Our identity sometimes gets shaped by the question ‘what do you want to be when you grown up?’ But it’s unfair. A better question is ‘who do you want to be?’

How Identity is Skewed by One Unfair Question

Kids get their first exposure to identity through one simple question:

What do you want to be when you grow up?

It’s a seemingly harmless question. And it may be one of the most commonly asked questions of kids throughout countless generations. Although it’s not one that is ill-intended, it may in fact be a harmful question when it comes to personal identity.

Asking kids what they want to be when the grow up may be designed to get them thinking on a bigger scale, but it’s probably more serving to the adults who are asking it. Think it over, as soon as a child proclaims the potential desire for a profession, we become eager to attach that to their identity. We buy them gifts related to it, it becomes the theme of birthday parties, and more.

This one simple question narrows their thought, creates anxiety, leads them to think they must wait to pursue dreams, and may even put them at odds with God. Don’t worry, though, there is a higher value question that can be better serving to them and you.

Who do you want to be?

Our identity sometimes gets shaped by the question ‘what do you want to be when you grown up?’ But it’s unfair. A better question is ‘who do you want to be?’
Our identity sometimes gets shaped by the question ‘what do you want to be when you grown up?’ But it’s unfair. A better question is ‘who do you want to be?’

Growing Into Your Identity

While pondering this post, I spoke with someone who was born the year I was just beginning my career (which differs much from my childhood ‘what do I want to be’ answer). This young gal shared that she was to begin her junior year of college and was dropping the pre-med from her major.

Her decision had nothing to do with the difficulty or grades. Rather, it was because, when she was little, she once said she wanted to be a doctor and felt obligated to pursue it. Even though she knew her passion for it had been waning as she matured, she still began college with a pre-med major. In the two years that followed, that desire further dwindled.

I have to applaud her courage to not continue down a path she knows is not necessarily WHO she wants to be. It’s great. Unfortunately, many folks in her position fight that instinct. They have tied WHAT they want to be to their identity, and locked them into something they may ultimately loathe.

Conversely, by considering WHO you want to be, you must give thought to your worldview. To the values you hold most dear. Knowing this, and staying true to it, you are more likely to find a career that is satisfying and less likely to feel like work.

For instance, a child that says they want to be a police officer may hold the values of protecting others and upholding justice in high regard. Similarly, a child that wants to be a doctor may have a desire to see those who are hurting to be healed. And a kid that wants to be a youtuber may value connecting with others or performing.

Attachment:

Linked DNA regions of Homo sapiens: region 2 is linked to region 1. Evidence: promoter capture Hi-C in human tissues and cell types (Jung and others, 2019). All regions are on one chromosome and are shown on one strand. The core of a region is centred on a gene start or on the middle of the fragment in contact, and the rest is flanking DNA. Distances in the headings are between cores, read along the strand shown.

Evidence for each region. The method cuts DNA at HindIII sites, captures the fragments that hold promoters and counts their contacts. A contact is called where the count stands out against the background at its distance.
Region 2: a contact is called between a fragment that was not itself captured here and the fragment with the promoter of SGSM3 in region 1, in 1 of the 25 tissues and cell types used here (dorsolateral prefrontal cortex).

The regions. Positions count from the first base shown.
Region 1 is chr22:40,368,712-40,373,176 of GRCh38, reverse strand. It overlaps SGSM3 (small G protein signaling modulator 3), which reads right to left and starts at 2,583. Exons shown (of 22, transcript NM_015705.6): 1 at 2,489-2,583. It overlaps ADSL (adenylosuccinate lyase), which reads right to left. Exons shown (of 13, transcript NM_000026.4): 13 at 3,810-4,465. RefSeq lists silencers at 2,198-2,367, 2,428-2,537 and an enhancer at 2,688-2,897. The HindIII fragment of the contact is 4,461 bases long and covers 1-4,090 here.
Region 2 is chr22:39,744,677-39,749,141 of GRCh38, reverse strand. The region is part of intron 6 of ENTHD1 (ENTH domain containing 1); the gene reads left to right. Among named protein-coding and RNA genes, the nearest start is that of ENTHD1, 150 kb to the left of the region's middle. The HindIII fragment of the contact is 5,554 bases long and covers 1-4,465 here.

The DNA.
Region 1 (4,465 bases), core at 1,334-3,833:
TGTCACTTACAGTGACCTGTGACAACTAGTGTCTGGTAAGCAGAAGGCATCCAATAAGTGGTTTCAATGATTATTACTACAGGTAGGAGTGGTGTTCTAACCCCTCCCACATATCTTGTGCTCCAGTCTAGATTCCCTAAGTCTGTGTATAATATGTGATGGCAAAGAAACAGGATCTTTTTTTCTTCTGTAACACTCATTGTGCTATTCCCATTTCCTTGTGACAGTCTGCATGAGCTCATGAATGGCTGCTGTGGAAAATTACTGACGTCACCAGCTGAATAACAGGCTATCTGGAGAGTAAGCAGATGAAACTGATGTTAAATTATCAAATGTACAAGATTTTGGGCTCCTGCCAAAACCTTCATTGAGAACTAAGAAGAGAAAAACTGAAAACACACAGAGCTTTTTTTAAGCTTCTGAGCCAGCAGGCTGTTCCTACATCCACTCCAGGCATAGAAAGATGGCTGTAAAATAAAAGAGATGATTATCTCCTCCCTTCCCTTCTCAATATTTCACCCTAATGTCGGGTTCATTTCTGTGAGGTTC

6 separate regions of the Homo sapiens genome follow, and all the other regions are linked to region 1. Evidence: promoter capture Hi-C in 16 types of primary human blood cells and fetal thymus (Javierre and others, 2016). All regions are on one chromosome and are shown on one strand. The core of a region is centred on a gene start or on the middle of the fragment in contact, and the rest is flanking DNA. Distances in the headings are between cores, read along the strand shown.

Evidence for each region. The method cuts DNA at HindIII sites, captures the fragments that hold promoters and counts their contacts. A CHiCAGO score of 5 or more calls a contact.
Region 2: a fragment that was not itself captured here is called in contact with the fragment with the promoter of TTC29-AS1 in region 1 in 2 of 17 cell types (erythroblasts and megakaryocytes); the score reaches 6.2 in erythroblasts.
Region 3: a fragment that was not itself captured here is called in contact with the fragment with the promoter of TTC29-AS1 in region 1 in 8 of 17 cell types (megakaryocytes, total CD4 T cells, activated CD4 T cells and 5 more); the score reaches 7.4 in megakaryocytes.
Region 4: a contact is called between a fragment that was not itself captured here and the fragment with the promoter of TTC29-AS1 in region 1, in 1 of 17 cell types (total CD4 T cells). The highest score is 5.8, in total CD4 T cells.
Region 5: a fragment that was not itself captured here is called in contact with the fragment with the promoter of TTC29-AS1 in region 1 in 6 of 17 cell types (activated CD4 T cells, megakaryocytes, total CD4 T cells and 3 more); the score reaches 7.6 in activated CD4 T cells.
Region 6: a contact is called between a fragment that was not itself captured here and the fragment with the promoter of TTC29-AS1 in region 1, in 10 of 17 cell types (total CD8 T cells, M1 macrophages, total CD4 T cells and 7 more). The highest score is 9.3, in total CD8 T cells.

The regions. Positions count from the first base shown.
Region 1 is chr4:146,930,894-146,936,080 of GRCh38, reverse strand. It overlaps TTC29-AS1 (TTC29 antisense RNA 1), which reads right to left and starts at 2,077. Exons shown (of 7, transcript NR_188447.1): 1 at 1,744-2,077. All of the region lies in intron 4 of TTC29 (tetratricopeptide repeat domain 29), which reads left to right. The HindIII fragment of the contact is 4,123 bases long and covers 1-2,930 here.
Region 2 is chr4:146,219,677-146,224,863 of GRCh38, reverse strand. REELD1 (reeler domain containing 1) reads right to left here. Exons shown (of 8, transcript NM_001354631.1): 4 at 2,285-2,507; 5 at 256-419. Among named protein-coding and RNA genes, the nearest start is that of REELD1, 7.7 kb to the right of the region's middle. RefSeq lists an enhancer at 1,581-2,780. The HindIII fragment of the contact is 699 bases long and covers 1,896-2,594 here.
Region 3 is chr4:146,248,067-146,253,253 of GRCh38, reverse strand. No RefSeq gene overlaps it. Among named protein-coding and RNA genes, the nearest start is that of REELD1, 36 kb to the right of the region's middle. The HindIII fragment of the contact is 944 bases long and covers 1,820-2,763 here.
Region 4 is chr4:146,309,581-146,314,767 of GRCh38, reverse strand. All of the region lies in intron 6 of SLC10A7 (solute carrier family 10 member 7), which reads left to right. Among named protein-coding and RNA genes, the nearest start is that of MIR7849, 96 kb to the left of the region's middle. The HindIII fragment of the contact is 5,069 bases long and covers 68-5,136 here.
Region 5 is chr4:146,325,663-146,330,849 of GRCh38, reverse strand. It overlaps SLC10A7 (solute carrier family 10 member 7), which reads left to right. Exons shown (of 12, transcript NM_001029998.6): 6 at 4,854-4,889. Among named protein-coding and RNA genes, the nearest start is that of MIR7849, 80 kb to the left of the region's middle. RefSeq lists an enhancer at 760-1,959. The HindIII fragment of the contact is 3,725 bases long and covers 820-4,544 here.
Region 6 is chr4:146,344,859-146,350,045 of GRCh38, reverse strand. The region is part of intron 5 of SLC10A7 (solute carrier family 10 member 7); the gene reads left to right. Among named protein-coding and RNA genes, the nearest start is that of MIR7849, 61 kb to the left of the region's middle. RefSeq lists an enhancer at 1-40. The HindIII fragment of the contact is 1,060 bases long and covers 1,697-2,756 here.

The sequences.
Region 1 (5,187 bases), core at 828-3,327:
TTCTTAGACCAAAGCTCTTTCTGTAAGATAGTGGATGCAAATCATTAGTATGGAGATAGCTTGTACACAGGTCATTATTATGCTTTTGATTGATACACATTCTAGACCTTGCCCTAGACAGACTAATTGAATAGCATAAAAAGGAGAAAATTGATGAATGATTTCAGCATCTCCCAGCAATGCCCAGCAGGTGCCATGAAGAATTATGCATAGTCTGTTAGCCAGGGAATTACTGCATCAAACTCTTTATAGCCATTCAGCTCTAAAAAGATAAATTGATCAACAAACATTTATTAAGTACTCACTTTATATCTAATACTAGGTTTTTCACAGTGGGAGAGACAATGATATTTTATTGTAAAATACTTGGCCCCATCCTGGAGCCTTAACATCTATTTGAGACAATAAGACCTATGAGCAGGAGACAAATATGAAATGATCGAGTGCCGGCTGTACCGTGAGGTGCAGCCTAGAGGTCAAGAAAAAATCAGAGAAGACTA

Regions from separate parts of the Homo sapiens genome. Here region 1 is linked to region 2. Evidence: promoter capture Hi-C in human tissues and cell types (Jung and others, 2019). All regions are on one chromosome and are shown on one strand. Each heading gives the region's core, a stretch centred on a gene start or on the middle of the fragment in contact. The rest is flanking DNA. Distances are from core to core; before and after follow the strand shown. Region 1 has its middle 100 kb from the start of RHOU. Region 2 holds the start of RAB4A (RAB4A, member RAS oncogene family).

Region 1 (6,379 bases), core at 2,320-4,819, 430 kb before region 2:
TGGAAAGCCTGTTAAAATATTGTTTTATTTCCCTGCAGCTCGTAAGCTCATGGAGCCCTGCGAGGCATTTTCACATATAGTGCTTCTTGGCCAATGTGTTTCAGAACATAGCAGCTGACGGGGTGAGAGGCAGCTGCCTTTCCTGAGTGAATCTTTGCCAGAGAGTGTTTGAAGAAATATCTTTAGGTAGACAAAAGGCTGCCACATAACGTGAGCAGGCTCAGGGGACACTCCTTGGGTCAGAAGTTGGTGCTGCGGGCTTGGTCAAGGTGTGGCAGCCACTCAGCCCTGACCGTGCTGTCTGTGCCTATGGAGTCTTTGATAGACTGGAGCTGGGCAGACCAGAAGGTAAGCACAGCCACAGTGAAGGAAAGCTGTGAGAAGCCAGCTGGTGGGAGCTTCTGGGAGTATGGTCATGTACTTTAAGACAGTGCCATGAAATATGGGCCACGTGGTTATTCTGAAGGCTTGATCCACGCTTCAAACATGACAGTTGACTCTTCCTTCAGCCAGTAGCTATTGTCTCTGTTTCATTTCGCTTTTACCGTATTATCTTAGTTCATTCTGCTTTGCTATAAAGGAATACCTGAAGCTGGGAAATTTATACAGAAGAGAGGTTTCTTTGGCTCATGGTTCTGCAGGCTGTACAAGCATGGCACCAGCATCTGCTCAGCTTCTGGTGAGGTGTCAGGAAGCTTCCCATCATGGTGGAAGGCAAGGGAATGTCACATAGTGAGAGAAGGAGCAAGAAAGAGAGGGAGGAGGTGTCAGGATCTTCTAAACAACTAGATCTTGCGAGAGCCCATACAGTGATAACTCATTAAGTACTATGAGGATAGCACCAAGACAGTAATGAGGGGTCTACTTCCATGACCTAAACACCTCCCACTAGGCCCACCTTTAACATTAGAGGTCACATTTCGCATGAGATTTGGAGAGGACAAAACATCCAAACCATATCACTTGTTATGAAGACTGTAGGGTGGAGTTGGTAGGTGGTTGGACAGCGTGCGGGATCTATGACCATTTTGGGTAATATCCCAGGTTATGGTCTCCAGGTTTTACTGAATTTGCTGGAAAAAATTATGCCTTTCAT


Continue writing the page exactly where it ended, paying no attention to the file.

Your God-Given Identity

For we are God’s masterpiece. He has created us anew in Christ Jesus, so we can do the good things he planned for us long ago. – Ephesians 2:10

Not getting locked into a “job” will free you to explore, innovate, and iterate. It reduces anxiety by not feeling an obligation to pursuing a career path that no longer interests you. Gone are those worries about not living up to expectations. With that comes the freedom to adapt to newly emerged technology and trends (sorry kid who said you wanted to be a travel agent back in 1985).

Even more importantly, designing your life according to worldview (WHO you want to be) rather than worldskew (WHAT you want to be), you better position yourself to follow God’s design for your life.

This realization has been incredibly beneficial to me as I experienced an identity crisis of sorts. After 20 years in one professional discipline, my job took an unprecedented turn. I suddenly saw my position cast into a new discipline – one I intentionally avoided earlier in my career.

It was followed with lots of questions, fears, and doubts. Maybe even some regret.

Processing Changing Life Seasons

Having embarked on this new direction, my worldview kept me grounded. As I questioned how to process this life change, I realized I had to turn all the fears, doubts, worries and – yes – regrets over to God. Life is constantly changing. I had to remember my identity is tied not to my work, profession, hobbies or anything this world has created.

God is our creator.

Not this world.

He’s the one who knits us together. Who knows the number of hairs on our heads. He’s the one who gives us a new name – not one that’s cast onto us by this world. We are children of God and our home is eternity in heaven.

And because we have this understanding, we must shape our worldviews around who we aspire to be, not a what. And the best part, we can get started on that at any age… not having to wait until we “grow up.”

Listening Up

I hope you enjoyed this post, and perhaps it inspired you. If  so, I would be honored if you considered purchasing my book, Listen Up, Kids: Foolish Dreams, Syncing with God, and Running to Win. It began as a letter to my three daughters and evolved into a short book of life lessons, encouragement, and more. One reader personally told me he thought it should be required reading for most dads.  

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